Mexican Americans have an increased risk for type 2 diabetes and premature cardiovascular disease (CVD). The association of hyperglycemia with traditional CVD risk factors in this population has been established,

Mexican Americans have an increased risk for type 2 diabetes and premature cardiovascular disease (CVD). The association of hyperglycemia with traditional CVD risk factors in this population has been established, but there is limited data regarding other non-traditional CVD risk factors. Thus, this cross-sectional study was conducted to evaluate CVD risk among Mexican Americans by measuring concentrations of lipids, high-sensitivity C-reactive protein (hsCRP), and cholesterol in low-density-lipoprotein (LDL) and high-density-lipoprotein (HDL) subfractions. Eighty overweight/obese Mexican-American adults participating in the Maricopa Insulin Resistance Initiative were randomly selected from each of the following four groups (n = 20 per group): nomolipidemic
ormoglycemic controls (NC), dyslipidemic
ormoglycemic (DN), dyslipidemic/prediabetic (DPD) and dyslipidemic/diabetic (DD). Total cholesterol (TC) was 30% higher among DD than in NC participants (p<0.0001). The DPD group had 27% and 12% higher LDL-C concentrations than the NC and DN groups, respectively. Similarly, LDL-C was 29% and 13% higher in DD than in NC and DN participants (p=0.013). An increasing trend was observed in %10-year CVD risk with increasing degree of hyperglycemia (p<0.0001). The NC group had less cholesterol in sdLDL particles than dyslipidemic groups, regardless of glycemic status (p<0.0001). When hyperglycemia was part of the phenotype (DPD and DD), there was a greater proportion of total and HDL-C in sHDL particles in dyslipidemic individuals than in NC (p=0.023; p<0.0001; respectively). Percent 10-year CVD risk was positively correlated with triglyceride (TG) (r=0.384, p<0.0001), TC (r=0.340, p<0.05), cholesterol in sdLDL(r=0.247; p<0.05), and TC to HDL-C ratio (r=0.404, p<0.0001), and negatively correlated with HDL-C in intermediate and large HDL(r=-0.38, p=0.001; r=0.34, p=0.002, respectively). The TC/HDL-C was positively correlated with cholesterol in sdLDL particles (r=0.698, p<0.0001) and HDL-C in sHDL particles (r=0.602, p<0.0001), and negatively correlated with cholesterol in small (r=-0.35, p=0.002), intermediate (r=-0.91, p<0.0001) and large (r=-0.84, p<0.0001) HDL particles, and HDL-C in the large HDL particles (r=-0.562, p<0.0001). No significant association was found between %10-year CVD risk and hsCRP. Collectively, these results corroborate that dyslipidemic Mexican-American adults have higher CVD risk than normolipidemic individuals. Hyperglycemia may further affect CVD risk by modulating cholesterol in LDL and HDL subfractions.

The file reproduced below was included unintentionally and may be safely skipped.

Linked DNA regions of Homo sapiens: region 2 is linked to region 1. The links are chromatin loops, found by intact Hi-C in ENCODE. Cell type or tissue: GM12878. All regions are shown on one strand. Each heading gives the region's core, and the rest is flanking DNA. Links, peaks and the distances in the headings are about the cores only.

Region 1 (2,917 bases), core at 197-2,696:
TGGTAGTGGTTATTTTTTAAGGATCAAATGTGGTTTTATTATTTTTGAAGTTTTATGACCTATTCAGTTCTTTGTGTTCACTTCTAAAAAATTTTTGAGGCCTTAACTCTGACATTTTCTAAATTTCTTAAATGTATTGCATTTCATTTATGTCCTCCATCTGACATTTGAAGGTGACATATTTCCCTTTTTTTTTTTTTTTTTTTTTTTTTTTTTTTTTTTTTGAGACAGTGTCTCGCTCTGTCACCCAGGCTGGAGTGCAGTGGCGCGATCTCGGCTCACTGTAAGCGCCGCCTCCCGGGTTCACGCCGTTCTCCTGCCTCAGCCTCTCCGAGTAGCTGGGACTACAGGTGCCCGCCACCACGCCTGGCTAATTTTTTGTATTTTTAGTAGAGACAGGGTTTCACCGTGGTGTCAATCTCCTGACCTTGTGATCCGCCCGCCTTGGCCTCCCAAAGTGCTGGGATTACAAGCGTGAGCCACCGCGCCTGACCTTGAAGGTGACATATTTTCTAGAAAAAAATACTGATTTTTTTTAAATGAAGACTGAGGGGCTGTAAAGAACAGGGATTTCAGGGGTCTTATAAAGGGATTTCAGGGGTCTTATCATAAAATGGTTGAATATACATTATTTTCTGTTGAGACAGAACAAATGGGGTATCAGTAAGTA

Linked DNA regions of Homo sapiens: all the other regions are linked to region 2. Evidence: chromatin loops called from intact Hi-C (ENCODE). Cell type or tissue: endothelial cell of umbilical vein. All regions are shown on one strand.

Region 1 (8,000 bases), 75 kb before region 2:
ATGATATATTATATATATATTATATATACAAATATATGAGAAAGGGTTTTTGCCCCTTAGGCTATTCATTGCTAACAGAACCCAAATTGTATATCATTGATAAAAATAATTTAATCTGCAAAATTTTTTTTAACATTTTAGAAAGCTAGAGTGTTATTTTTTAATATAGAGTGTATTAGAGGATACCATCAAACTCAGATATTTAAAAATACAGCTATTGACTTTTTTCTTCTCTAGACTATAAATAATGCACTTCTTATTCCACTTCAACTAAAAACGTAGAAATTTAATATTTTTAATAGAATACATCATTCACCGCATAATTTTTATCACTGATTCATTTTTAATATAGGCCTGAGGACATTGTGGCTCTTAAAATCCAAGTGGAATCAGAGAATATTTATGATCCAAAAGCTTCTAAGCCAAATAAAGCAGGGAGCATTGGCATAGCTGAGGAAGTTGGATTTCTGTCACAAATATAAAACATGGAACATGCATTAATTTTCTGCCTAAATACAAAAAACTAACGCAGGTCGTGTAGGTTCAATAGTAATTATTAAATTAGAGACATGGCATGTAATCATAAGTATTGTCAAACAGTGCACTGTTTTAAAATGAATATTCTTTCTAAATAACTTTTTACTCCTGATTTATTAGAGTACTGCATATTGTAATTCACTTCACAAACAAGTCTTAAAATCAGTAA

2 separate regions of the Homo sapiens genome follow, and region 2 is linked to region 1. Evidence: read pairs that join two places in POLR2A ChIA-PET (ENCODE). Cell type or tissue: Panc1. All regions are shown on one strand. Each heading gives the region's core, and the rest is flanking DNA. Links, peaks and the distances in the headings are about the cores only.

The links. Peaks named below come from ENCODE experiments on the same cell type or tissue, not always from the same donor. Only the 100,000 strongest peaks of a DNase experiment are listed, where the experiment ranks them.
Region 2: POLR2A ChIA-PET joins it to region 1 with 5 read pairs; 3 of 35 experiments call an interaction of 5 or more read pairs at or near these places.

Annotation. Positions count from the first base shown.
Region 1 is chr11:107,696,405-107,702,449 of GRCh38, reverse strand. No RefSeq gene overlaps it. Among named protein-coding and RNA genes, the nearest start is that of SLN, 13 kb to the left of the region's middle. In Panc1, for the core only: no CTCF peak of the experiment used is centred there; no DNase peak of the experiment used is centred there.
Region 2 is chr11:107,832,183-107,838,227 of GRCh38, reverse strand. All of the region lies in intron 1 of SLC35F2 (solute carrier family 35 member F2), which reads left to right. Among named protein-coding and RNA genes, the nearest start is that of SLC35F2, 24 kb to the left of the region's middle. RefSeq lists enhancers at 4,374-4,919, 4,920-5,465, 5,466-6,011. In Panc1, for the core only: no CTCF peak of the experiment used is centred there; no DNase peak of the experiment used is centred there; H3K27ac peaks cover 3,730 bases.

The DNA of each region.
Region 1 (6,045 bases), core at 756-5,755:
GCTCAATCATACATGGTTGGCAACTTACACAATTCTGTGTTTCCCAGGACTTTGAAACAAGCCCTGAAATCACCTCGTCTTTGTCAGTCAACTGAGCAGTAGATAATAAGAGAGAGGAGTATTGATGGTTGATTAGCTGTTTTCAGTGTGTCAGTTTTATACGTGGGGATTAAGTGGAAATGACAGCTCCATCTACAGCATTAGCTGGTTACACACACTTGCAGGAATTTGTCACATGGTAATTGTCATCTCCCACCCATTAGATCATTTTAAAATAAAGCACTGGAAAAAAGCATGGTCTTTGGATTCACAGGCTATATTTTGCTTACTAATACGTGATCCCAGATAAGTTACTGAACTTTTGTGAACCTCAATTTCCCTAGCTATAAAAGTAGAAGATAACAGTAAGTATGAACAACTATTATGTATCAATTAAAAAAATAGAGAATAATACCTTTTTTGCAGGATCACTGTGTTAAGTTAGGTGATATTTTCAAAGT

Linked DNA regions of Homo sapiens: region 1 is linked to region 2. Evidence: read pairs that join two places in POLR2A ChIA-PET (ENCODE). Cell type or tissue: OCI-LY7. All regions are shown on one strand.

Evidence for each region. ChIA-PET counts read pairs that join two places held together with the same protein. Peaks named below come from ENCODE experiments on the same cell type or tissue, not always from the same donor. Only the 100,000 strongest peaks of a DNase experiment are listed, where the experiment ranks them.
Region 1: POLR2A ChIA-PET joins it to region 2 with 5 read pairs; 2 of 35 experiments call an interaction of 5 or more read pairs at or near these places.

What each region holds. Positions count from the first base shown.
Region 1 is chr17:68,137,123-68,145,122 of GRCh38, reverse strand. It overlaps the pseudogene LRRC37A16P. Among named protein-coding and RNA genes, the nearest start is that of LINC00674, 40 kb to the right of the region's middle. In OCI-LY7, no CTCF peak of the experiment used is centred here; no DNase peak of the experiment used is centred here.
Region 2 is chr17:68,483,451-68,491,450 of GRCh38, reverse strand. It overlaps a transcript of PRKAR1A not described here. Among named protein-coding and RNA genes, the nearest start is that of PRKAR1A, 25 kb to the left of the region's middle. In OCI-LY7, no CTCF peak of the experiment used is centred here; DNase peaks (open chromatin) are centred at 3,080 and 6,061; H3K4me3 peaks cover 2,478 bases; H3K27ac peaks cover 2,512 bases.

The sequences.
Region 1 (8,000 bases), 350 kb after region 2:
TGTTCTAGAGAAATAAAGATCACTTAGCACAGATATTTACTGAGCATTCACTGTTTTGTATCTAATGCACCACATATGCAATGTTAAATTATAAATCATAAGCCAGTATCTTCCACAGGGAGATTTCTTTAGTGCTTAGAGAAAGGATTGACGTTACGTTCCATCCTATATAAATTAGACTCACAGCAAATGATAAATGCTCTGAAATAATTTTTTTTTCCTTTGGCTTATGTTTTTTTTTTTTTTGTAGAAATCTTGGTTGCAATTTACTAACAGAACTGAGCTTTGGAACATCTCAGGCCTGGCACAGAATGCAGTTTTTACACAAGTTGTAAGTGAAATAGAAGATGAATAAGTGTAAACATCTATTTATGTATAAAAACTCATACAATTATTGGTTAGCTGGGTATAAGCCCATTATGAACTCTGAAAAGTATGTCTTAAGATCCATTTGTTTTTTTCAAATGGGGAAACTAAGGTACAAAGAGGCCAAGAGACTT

Contributors

Agent

Created

Date Created
  • 2011

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Almond consumption and dietary compensation in overweight and obese adults

Description

ABSTRACT Epidemiological studies have suggested a link between nut consumption and weight. The possible effects of regular nut consumption as a method of weight loss has shown minimal results with

ABSTRACT Epidemiological studies have suggested a link between nut consumption and weight. The possible effects of regular nut consumption as a method of weight loss has shown minimal results with 2-3 servings of nut products per day. This 8 week study sought to investigate the effect of more modest nut consumption (1 oz./day, 5 days/week) on dietary compensation in healthy overweight individuals. Overweight and obese participants (n = 28) were recruited from the local community and were randomly assigned to either almond (NUT) or control (CON) group in this randomized, parallel-arm study. Subjects were instructed to eat their respective foods 30 minutes before the dinner meal. 24 hour diet recalls were completed pre-trial and at study weeks 1, 4 and 8. Self-reported satiety data were completed at study weeks 1, 4, and 8. Attrition was unexpectedly high, with 13 participants completing 24 dietary recall data through study week 8. High attrition limited statistical analyses. Results suggested a lack of effect for time or interaction for satiety data (within groups p = 0.997, between groups p = 0.367). Homogeneity of of inter-correlations could not be tested for 24-hour recall data as there were fewer than 2 nonsingular cell covariance matrices. In conclusion, this study was unable to prove or disprove the effectiveness of almonds to induce dietary compensation.

Contributors

Agent

Created

Date Created
  • 2011